A non-competition obligation during the term of the contract is lawful. The non-competition obligation may be directly linked to the activity of the franchisor but may also be more specific and limited to a geographical area if the franchisee benefits from territorial exclusivity. In this case, the franchisor may restrict the freedom of the franchisee to solicit customers in territories in which no exclusivity has been granted to him.
Post-contractual non-competition obligations have been the subject of a recent reform which, in principle, deems post-contractual non-competition clauses to be unwritten (Article L. 341.2§1 of the French Commercial Code). By way of derogation from this principle, post-contractual non-competition clauses are valid if they meet the following four cumulative conditions:
- They relate to goods and services in competition with those which are the subject of the contract mentioned in I;
- They are limited to the land and premises from which the operator carries out its activity during the term of the contract mentioned in I;
- They are essential for the protection of the substantial, specific and secret know-how transmitted within the framework of the contract mentioned in I;
- Their duration does not exceed one year after the expiry or termination of one of the contracts mentioned in Article L. 341-1.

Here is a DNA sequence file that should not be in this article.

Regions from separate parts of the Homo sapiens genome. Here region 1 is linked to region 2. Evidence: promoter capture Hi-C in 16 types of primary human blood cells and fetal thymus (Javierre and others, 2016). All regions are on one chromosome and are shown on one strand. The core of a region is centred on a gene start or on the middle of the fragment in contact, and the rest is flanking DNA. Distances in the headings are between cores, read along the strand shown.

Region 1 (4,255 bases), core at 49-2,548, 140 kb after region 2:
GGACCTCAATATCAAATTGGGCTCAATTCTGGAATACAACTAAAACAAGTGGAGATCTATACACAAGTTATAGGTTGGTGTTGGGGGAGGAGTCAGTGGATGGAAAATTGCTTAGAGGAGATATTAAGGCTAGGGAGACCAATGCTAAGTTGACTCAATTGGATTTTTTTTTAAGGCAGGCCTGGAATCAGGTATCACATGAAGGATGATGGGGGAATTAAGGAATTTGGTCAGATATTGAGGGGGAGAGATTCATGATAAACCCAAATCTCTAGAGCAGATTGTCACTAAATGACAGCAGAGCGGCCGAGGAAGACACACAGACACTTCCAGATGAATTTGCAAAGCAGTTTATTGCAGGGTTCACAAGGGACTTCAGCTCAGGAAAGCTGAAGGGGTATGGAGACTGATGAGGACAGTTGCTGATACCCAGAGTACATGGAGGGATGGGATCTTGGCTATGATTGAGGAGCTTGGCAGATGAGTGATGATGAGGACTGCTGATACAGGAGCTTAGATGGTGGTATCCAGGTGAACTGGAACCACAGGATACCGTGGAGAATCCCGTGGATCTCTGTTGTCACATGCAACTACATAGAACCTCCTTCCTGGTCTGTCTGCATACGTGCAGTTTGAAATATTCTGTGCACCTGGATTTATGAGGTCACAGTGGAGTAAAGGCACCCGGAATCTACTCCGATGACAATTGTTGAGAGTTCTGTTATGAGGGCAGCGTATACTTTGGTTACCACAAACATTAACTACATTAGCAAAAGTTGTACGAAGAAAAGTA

4.1 How are trademarks protected?
To be protected, trademarks must be registered. We speak of “attributive deposit”. Ownership of the mark is not acquired through use: it is registration that confers on the applicant a right of ownership of the mark (articles L. 712-1 and L. 713-1 of the Code of Intellectual property). The mark must be lawful, distinctive and available for registration. Registration is valid for 10 years, renewable indefinitely.
If the depositor registers a trademark with the National Institute of Industrial Property, national protection will be granted to him. If the registration is made before the Office for the Harmonization of the Internal Market, the franchisor will benefit from protection throughout the European Union.
It should be noted that inadequate brand protection can have dramatic consequences for a franchisor as brands represent an essential asset to their business. Therefore, it is strongly recommended to register its trademarks in accordance with the activities envisaged.
4.2 Are the copyrights (concerning the operating manual or the software developed by the franchisor and granted to the franchisee) protected by law?
Copyright protects works of the mind presenting an original character. Therefore, copyright is adequate protection if the franchisor is able to document, for example, that the operating manual and software are original (legal expression of the author's creativity). Copyright and trademark allow the franchisor to protect the signs of rallying customers (trademarks or factory, trade names, distinctive signs, graphic charter, architectural concept, etc.). Copyright does not protect ideas as such.